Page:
A descendant of an early representative, as yet unknown to human science, of the family Pelagornithidae, a lineage of massive seabirds whose distinctive feature is a heavily serrated beak effectively armed with sharp false teeth. The ancestors of the osodijor ktevesa spurned flight to turn to a purely aquatic existence, like giant penguins or avian seals. They are now found on the rocky shores of Nekenalos' polar regions, basking on flat rocks for warmth before returning to the sea to catch fish and belemnites in their vicious beak. Oily feathers and thick fat pads protect the body interior from the harshness of the exterior. The wings, where the scale-like vestiges of ancient flight feathers can still be seen, are now not only flippers capable of surprisingly agile swimming, but also anchors that help osodijor ktevesa cling to rocks during the fiercest storms and tides with their final claw. The simple black-and-white color pattern is broken by fiery red eyes and a pale blue beak, whose vividness, entirely due to chemicals contained in their preys, help osodijor ktevesa advertise their fishing prowess to potential mates.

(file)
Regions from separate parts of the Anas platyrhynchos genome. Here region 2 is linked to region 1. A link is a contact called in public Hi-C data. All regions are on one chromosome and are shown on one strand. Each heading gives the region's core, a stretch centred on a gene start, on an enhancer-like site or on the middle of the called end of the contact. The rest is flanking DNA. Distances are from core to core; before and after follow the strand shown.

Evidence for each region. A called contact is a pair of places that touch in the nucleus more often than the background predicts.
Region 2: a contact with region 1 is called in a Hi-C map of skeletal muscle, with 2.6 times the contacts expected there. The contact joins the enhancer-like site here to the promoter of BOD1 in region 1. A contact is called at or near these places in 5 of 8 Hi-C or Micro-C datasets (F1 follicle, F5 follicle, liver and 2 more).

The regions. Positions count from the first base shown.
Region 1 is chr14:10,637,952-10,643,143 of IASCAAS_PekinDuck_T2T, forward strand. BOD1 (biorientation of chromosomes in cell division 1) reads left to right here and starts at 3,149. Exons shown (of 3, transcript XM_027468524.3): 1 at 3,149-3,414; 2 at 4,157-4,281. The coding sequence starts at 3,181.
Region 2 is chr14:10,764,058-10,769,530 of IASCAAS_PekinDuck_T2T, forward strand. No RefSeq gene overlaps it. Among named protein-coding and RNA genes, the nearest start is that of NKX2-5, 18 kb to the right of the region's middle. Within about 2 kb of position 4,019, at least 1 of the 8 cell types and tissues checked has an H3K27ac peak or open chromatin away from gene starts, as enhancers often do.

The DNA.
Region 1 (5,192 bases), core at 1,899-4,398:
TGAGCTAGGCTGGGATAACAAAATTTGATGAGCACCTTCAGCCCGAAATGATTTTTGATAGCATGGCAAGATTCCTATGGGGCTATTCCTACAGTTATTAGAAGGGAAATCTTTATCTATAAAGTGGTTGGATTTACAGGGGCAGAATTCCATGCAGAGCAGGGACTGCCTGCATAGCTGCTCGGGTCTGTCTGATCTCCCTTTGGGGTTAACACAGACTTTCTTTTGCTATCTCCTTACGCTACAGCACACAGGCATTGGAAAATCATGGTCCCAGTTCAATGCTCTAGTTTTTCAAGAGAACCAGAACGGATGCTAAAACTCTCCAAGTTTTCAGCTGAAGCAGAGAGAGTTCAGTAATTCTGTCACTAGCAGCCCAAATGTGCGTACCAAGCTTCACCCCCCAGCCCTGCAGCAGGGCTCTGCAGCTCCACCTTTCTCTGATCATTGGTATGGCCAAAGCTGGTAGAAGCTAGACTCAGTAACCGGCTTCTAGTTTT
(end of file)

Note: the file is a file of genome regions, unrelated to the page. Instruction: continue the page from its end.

(image and description courtesy of Concavenator)